Over a month ago, I met with with a staffer at EMU Campus Ministries, and they had a stack of Donald Miller's book, A Million Miles in a Thousand Years, sitting around for check-out so I grabbed one. I've had it on my shelf for a while since then but I finally got around to finishing it now that the semester is over and May term doesn't start for another week. Rather than plainly review it, I'll try to fold its essential message into some personal reflections, because it is a book that gets you thinking about how you're living your life. Read on after the break for my reflections on this great story...
Live a better story
The driving theme of the book is story. And just what, exactly, is a story? Miller offers an answer that he received as a gift from someone else: A story is about "a character that wants something and overcomes conflict to get it." This no-nonsense working definition forms the skeletal framework that the author then moves in and out of with personal reflection and exposition on what makes a good story. But he goes further and insists that the things that make a good story also make a life well-lived because they work at the same level for people.
Take more risks
Another core message in this book is that living a good story inherently involves taking risks. Because a key element of storytelling is the conflict that must be overcome in order to achieve whatever it is that the character is striving for, this translates into - in the author's case - getting off the couch more, watching TV less, and doing a bunch of crazy stuff that he wouldn't have done otherwise. I won't go into the details of the risks that Miller documents in his own life in the book, but they involve risks both big and small and he has excellent insight into the blessing that is always there for those who stick their necks out, even if they fail.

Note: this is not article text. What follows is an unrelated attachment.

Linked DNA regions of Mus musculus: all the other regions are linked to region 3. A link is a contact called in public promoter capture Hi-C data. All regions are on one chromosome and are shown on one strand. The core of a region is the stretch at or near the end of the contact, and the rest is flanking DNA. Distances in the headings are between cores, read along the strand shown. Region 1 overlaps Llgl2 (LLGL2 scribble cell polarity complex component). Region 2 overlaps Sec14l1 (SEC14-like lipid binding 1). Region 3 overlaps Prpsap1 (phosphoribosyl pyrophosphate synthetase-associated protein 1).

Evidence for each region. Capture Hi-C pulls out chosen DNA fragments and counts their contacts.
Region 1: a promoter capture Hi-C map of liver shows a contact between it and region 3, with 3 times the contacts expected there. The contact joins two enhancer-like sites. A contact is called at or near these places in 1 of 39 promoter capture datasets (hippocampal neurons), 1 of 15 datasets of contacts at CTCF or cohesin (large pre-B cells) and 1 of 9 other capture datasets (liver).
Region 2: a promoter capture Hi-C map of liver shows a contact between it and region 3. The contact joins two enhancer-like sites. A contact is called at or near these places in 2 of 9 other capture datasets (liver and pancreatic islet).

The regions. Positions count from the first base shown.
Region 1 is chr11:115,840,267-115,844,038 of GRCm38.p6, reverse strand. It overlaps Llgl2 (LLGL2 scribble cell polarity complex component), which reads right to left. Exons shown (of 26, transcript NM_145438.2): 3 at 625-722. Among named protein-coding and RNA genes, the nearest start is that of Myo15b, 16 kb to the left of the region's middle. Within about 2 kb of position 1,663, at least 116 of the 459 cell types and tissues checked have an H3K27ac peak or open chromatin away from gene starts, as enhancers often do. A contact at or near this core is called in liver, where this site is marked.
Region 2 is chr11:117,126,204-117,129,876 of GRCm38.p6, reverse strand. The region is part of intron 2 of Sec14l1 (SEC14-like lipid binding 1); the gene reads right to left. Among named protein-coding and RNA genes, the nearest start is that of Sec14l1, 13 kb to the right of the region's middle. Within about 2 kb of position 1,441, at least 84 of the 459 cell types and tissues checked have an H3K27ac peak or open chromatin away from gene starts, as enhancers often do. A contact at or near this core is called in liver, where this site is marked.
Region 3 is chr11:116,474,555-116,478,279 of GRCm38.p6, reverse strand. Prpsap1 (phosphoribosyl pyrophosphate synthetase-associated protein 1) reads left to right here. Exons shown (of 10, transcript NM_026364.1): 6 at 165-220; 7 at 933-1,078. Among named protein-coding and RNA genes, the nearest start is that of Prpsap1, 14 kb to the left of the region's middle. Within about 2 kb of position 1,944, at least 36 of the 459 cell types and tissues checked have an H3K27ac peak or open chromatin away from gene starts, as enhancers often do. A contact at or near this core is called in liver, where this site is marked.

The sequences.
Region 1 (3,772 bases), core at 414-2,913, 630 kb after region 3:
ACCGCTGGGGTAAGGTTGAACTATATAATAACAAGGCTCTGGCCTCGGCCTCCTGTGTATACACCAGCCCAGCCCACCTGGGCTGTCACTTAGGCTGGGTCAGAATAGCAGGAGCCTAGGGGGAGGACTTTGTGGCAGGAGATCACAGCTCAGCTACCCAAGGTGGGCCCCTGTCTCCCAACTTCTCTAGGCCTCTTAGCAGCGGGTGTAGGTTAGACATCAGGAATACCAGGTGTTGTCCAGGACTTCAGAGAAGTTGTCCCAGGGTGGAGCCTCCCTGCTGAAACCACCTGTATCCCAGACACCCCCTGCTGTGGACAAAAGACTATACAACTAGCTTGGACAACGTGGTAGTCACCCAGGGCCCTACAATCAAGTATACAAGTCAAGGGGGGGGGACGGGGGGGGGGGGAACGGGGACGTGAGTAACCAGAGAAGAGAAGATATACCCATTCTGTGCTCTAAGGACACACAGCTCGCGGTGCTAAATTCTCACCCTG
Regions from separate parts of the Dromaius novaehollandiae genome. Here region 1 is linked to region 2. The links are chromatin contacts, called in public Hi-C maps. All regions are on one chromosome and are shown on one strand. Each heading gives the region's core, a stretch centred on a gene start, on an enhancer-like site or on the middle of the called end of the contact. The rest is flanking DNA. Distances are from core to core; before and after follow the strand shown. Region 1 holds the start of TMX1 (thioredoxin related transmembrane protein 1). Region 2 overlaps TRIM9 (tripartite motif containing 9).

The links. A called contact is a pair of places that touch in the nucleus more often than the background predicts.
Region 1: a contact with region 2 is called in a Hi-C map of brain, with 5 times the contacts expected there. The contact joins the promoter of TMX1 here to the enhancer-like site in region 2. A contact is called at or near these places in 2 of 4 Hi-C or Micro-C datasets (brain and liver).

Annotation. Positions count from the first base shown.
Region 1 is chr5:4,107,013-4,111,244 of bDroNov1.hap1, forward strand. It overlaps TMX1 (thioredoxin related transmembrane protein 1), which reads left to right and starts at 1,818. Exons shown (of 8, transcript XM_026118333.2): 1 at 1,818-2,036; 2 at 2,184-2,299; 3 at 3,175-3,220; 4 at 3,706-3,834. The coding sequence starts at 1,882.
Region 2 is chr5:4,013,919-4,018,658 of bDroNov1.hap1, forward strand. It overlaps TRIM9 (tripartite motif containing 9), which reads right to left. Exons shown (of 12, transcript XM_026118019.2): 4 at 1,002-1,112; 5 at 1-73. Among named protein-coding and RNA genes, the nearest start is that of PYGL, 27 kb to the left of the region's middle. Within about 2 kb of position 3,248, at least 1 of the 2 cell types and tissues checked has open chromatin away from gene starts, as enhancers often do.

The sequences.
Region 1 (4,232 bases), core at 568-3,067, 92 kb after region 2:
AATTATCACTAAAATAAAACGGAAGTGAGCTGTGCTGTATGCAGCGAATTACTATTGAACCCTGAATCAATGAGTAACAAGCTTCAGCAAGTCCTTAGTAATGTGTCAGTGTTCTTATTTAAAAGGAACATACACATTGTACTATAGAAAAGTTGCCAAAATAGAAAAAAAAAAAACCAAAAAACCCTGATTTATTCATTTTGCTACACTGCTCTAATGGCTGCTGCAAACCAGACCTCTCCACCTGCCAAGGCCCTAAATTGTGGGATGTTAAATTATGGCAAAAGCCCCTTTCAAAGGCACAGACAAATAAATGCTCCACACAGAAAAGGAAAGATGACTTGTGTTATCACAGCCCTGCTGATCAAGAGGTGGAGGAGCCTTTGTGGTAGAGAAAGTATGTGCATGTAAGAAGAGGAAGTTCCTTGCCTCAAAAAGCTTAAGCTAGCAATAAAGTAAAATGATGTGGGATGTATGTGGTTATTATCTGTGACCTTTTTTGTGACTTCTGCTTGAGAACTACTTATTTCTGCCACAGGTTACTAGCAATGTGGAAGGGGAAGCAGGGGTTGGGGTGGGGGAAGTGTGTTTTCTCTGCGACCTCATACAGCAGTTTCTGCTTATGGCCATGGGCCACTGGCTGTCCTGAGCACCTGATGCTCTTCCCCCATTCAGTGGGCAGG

Miller talks about God throughout the book, and even about Jesus from time to time. He references the Bible in a casual, good-storyteller way without feeling the need to cite chapters and verses. I love that he does this, since the chapter/verse system in the Bible is just that: a system. And a system that was added centuries after the canonization of the various texts, much less their original authorship. I think a good biblical storyteller (and reader) should be appreciative for this system, but suspicious of its limits at the same time. Miller talks about church from time to time but seems to take it as a given and doesn't really work with it extensively in his theological reflections. His insights into faith and discipleship (which are significant) seem mostly focused on the individual disciple. An Anabaptist reading of this book desires more focus on the community of believers, but the Pietist reading of this book rejoices. So as an Anabaptist+Pietist, I'm happy in the middle. There is one sense in which an Anabaptist reading of this book jives with what is heard from Mennonite scholar, John Rempel, who recently told a friend and I that Anabaptist convictions hold a high view of Scripture, but that "the meaning of the Bible only occurs in discipleship." Miller's reflections on faith through the living of good stories have profound implications for discipleship and outward living. But his inward experience and reflections on God in a relational way imply the spiritual dimensions to avoid pure works righteousness. I think Don Miller would love Brethren theology! (Plus he has the last name Miller, which is legion in the Church of the Brethren.)